As a Canadian, I have often worried about my home country of Ethiopia. Then again, how could I not be worried?
For Canadians, as CBC's great journalist Brian Stewart once said, "Ethiopia is one country that I can never stop worrying about. Nor can the world."
As I embrace my adopted citizenship and build my own foundation as a Canadian, I often reflect if I am doing enough to forward the cause of a country -- a continent -- that I left as a youngster.
The beauty of our unique Canadian citizenship allows us to celebrate our heritage while embracing our new adopted citizenship. As Canada becomes less involved in the affairs of Africa, I hope that is the commitment of the African diaspora in Canada as well as Canadians to continue to commit our citizenship in the betterment of Africa. Are we ever becoming spectators in the transformation of the continent?
Canada's commitment to Africa is our signature in the world and is the way the world still sees Canada as builders of great institutions. Canada and Canadians need to continue to help reduce human misery and make Africa self-sufficient, free and democratic for once and for all.
As most African countries move forward with an agenda of growth and developments, what worries me the most is that Africa's desperate and dire poverty has not diminished one bit. The rich Africans are occupied with being super rich while the vast majority of Africans are busy trying to feed themselves.
The faces of destitute Africans still occupy much of our TV screens here in Canada and war is still part of the African agenda. As for the countless NGOs (Non-Governmental Organization), what is really their role in Africa and how effective are they? Is helping Africa still a ticket to individual wealth and are African charities effective in the long term? How long are we going to exploit African faces in our determination to raise funds that mean little to everyday Africans in Africa?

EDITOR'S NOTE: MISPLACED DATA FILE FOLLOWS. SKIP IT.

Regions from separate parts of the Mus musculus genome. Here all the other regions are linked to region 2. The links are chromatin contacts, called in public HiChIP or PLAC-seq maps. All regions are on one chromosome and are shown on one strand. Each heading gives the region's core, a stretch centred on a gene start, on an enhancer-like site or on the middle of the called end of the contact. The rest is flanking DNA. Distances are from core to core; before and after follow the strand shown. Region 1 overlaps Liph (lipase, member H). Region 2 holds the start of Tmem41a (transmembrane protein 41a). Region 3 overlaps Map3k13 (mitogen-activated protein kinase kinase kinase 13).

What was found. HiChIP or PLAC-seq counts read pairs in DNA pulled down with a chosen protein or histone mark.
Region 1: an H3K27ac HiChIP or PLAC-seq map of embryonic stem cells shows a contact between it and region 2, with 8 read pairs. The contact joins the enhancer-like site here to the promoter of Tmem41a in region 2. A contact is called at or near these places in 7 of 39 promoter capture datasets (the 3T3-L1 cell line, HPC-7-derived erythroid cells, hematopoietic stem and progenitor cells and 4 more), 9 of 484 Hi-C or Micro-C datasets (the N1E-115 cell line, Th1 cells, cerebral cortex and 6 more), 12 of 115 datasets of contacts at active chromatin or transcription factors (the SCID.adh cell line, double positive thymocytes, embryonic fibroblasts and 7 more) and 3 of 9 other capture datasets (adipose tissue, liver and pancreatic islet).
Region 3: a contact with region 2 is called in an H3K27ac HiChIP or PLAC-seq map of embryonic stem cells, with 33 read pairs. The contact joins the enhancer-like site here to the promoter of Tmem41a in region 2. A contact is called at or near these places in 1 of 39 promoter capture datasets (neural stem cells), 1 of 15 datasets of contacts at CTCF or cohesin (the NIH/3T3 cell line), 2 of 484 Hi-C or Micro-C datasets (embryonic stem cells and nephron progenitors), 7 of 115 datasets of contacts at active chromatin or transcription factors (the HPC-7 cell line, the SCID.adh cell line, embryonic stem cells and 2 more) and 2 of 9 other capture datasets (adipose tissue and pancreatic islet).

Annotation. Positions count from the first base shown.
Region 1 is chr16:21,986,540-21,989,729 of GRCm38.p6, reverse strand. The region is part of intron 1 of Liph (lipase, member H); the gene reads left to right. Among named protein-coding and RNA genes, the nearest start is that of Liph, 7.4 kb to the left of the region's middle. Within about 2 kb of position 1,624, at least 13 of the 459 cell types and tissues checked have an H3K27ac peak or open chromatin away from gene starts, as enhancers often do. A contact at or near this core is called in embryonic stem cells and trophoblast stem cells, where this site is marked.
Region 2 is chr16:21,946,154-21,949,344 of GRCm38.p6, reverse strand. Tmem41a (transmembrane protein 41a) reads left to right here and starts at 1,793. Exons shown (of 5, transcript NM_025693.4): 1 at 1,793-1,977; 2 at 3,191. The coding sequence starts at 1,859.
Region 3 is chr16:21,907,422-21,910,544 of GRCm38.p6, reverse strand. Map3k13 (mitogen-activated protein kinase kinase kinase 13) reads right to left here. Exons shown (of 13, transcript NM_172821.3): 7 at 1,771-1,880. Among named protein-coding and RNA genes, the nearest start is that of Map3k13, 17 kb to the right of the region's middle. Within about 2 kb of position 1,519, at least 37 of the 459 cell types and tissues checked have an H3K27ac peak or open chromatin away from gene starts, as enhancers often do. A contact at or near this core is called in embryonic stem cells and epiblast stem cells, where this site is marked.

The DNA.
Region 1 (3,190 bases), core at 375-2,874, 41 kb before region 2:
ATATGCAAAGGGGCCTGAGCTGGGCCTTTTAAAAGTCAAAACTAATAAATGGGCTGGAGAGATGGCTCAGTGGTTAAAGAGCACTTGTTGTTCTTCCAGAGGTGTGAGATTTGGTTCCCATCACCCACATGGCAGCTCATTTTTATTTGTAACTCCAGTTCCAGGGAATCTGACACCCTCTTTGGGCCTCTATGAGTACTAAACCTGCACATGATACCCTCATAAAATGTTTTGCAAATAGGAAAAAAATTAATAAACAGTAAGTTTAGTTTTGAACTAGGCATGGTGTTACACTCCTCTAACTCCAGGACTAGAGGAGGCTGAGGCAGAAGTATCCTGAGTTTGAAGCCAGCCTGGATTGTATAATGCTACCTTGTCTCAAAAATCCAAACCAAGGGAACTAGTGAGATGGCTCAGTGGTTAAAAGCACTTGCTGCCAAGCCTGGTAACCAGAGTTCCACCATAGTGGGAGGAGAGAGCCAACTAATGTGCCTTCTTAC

There are too many questions and no simple answer.
The warriors of my continent are not those that are building the tallest nor the richest buildings in Africa but those that are fighting for real and practical solutions to Africa's dire problems. Take for instance - the work of Dr. Melaku Worede, which has already earned him - the Right Livelihood Award in 1989 -- two years after I left Ethiopia.
Upon completing his education from the University of Nebraska like most of my father's generation, he went back to Ethiopia and became a public servant. He became an advocate for the preservation of genetic diversity with the Plant Genetic Resources Center, becoming its Director at the time of his retirement. When the cause needed him to be active once again he left retirement and started his own foundation, the Seeds of Survival Program of Ethiopia with the support of Canada.
He became a consummate collector of Ethiopia's genetic wealth from total destruction. He discovered how famine, drought and methods of farming are the root causes of its fast disappearance. His group distributed genetic seeds to the local farmers when the land became too dry to produce its own. In the process, he became the architect of the world's premier genetic conservation system.
His effort became a movement as new generations of Ethiopians became plant breeders and geneticists. As one time Unitarian Service Committee of Canada's Program Manager for Ethiopia. David Rain, recently reflected in an article how"he (Dr Worede) developed his pioneer work on a farming-based native seed (land-race) conservation, enhancement and utilization". According to him - "the locally adapted native seeds developed in this way (e.g. durum wheat) have been shown to exceed their high-input counterparts on the average by 10-15% and the original farmers' cultivars by 20-25% in yield".
I hope Dr. Melaku Worede gets to live long enough to see a better Ethiopia and Africa. His efforts was even recently featured in a film - Seeds of Freedom - with Oscar-winning Actor Jeremy Irons as its narrator. He is Africa's true hero and as Canadians - we should be proud that we have part of his great humanitarian journey.
This coming Saturday, Melaku Worede will be in Ottawa to share his success, challenges and raise much needed funds to eloquently help a great cause. He is a worthy candidate to support and his efforts are clearly Canada's success story in Africa.
The event will be held at Sandy Hill Community Center - 250 Somerset St. E. between 6-11 p.m. Tickets are $25 and they can be purchased from USC Canada at 613-234-6827 or via The Solomon Dawit Foundation at 613-884-7487.